Does this mean you fudge rolls for them? No, that's a different decision. "Special" does not mean "given special privileges" or "get the rules changed for them." That may be a valid decision in some games, but it's not the same decision. In some games, yeah, the world really does work differently for PCs than for NPCs. In others, the rules are more-or-less the same but main contain some differences (D&D has different attack matrices for monsters vs. classed PCs, and monsters don't generally come with stats or stat modifiers). Some games - Dying Earth for one - is especially brutal in this regard, since NPCs and other PCs can force you to play your PC differently based on their and your rolls.

Does this mean the world is play-balanced for them at all levels of play? No, that's also a different decision. "Special" and "unique" do not need to mean "provided a consistent challenge." Again, a different decision. It's a choice about how you structure the campaign world and the play within it, not a judgment on the PCs per se.

Do I need to make up a 10-page background for them? No, of course not. And "special" and "unique" doesn't imply a huge background. Snowflakes don't need to have a 10-page background to be unique and special. You can whip a guy up in one minute and play him the next minute and he's still special, even if his background is "Fred the Second, little brother of Fred the Fearless, takes up his brother's gear and heads to the dungeon to avenge his brother." Done. Still special. You'll still remember the guy if he accomplishes anything interesting, even if parts of his character and specific details fade away.

So I'm just saying . . . In my opinion, the "beautiful and unique snowflake" thing is a bit overused and it's a fairly inaccurate characterization.

Really, what people want to say, in my experience, is "In old school games, PCs don't deserve special consideration just for being PCs." I think that's true, but they are beautiful and unique snowflakes all the same. They are all different, they're pretty delicate, and you treasure them until they melt, which happens depressingly often if you play my sorts of games.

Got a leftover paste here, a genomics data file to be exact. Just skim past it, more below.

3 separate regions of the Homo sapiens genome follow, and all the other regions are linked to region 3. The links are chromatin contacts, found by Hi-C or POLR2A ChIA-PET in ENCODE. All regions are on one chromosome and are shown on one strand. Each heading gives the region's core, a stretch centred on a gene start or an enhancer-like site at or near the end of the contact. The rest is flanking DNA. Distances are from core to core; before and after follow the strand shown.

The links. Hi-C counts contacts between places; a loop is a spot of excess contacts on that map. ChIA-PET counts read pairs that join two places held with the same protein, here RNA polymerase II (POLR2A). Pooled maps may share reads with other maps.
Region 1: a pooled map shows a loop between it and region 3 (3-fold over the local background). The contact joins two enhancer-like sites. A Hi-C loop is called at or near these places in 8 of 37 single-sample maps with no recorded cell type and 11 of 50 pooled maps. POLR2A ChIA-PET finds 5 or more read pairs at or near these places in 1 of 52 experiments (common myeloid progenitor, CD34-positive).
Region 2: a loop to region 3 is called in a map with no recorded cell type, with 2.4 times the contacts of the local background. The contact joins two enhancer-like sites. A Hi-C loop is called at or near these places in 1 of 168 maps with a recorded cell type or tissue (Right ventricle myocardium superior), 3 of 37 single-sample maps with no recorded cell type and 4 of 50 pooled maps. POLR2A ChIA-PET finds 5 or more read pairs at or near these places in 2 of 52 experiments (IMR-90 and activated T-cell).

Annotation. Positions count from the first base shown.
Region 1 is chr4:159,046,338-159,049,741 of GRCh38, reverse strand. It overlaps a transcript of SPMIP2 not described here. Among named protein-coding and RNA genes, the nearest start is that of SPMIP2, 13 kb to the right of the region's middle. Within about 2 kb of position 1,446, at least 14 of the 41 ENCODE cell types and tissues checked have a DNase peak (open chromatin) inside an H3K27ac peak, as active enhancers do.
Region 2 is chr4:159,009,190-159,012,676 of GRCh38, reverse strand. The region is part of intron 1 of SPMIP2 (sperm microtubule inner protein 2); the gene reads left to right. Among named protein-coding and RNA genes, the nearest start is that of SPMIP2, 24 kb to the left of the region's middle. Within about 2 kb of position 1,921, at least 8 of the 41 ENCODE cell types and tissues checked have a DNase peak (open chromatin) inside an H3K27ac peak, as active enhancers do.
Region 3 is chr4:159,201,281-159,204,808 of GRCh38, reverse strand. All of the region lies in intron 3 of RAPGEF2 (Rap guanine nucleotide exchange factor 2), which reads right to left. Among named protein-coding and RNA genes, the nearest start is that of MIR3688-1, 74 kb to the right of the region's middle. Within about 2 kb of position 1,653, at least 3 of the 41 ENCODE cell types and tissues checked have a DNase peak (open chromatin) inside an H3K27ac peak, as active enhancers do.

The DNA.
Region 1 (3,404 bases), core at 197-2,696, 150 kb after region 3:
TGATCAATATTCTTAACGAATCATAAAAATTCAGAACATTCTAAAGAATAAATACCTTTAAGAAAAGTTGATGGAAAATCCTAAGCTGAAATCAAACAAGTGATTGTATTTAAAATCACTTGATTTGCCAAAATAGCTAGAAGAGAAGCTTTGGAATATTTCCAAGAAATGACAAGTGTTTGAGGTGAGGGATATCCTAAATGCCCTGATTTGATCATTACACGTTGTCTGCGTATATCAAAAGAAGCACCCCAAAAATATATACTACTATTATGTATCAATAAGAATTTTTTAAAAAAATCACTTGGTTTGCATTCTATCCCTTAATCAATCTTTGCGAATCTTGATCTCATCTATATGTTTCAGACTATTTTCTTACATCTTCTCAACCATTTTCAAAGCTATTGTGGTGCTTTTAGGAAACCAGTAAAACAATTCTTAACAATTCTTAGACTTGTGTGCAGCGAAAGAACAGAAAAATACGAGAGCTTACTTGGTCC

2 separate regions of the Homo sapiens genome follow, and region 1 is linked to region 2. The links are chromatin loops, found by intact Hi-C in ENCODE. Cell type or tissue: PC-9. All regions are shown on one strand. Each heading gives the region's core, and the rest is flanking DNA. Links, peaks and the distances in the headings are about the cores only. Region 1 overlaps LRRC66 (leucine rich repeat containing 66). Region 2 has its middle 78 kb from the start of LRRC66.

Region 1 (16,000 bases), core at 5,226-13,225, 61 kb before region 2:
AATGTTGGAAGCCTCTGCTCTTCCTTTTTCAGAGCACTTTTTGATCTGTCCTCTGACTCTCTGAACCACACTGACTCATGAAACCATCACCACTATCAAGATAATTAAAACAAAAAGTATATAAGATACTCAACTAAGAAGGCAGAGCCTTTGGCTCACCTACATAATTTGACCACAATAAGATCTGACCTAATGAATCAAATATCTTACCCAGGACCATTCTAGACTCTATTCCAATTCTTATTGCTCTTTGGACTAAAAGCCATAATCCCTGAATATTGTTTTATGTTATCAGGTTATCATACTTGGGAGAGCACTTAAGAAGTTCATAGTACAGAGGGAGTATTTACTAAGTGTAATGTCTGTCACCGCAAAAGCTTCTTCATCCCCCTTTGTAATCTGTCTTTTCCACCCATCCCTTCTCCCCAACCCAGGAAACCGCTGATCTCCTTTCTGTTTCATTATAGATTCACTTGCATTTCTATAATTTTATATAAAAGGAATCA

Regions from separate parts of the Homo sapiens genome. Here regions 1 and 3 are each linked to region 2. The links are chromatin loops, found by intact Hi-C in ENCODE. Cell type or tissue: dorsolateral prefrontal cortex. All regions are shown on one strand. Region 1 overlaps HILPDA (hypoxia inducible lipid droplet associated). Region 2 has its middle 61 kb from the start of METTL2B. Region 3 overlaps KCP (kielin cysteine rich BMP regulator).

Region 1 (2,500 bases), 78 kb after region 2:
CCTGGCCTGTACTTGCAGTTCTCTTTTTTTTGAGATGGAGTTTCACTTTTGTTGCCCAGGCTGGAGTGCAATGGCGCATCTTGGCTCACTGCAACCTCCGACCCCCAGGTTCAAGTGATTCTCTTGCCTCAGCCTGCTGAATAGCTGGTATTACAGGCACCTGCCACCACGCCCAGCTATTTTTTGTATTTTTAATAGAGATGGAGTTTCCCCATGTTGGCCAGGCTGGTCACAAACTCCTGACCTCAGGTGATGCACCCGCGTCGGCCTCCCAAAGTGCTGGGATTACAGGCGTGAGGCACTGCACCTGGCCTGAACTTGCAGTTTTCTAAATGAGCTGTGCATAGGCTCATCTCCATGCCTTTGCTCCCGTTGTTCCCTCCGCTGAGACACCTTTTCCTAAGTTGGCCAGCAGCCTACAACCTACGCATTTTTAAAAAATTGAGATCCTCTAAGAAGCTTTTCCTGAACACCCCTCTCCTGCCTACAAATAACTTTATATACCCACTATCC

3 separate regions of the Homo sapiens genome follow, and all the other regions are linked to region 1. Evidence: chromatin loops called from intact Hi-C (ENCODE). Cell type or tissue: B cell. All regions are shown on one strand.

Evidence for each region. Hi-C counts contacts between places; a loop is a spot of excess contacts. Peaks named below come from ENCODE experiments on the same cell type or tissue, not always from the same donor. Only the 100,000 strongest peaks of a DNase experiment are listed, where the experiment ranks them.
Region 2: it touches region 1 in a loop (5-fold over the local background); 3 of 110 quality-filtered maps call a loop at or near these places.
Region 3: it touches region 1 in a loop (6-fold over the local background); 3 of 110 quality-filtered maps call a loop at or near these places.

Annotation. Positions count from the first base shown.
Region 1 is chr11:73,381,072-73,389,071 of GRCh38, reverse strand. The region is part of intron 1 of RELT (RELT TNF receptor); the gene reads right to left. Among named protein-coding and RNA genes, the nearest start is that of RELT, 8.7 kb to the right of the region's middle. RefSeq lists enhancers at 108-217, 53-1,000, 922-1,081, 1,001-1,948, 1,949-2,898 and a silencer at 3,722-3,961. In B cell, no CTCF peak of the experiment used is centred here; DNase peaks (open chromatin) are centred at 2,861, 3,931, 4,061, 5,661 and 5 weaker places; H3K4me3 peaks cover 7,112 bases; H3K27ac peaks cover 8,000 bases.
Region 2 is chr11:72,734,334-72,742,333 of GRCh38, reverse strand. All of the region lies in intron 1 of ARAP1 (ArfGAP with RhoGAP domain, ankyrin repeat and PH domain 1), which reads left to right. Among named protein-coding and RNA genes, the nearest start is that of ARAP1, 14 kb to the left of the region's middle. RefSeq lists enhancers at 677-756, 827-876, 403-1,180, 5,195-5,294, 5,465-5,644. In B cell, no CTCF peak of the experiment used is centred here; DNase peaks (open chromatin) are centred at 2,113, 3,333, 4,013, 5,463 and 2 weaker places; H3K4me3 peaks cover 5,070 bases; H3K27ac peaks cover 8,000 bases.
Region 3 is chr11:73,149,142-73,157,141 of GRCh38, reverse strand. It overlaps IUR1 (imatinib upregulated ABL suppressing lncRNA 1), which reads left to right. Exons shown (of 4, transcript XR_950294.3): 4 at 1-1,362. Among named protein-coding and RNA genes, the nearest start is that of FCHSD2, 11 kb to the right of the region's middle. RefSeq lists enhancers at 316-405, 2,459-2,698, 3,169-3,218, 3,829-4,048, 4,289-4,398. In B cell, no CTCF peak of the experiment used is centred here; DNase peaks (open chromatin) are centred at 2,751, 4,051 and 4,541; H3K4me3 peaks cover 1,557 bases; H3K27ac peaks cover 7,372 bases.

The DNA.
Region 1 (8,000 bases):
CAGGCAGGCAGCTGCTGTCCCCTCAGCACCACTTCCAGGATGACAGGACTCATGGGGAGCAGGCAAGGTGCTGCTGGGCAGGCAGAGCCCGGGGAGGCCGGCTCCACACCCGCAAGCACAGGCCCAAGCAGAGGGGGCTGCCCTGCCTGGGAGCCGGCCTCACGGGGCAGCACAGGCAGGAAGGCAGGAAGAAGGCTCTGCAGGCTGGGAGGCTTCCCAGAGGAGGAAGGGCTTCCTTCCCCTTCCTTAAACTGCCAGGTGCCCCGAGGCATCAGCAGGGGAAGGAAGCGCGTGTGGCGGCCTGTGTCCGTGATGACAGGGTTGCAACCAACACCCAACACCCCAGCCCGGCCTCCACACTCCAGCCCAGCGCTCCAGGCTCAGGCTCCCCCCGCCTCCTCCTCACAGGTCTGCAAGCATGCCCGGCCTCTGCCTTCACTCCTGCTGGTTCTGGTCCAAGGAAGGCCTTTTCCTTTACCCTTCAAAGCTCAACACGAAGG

1. Typical Kobold Cook: Special Schmecial, long as I have recipes.

  2. For me it varies with the type of campaign. In some games, particularly ones that are set in more functional societies, there are lots of NPCs with their own goals, some of whom are going to end up doing exciting and heroic things that are nothing to do with the PCs. Sometimes the PCs are going to hear about them; sometimes they're going to get in each other's way.

    For me, the world is "about" the PCs in that, generally speaking, the camera is pointed at them. So NPCs who are much tougher than the PCs shouldn't show up much, or they distract attention, but that doesn't mean they aren't out there.

    1. Don't get me wrong. I don't mean to say NPCs aren't out there doing interesting stuff too, or stuff that might impact the PCs. It might be cooler than them. But the PCs are interesting for a reason, and it's lame if the NPCs are interesting and the PCs are not.

    2. I think we're in agreement here. Looked at in TV show terms, if the series is CSI I'm not going to spend an episode following around some squad of narcotics cops; I know they're out there somewhere, but if they show up in the story it's because they're interacting with the series regulars.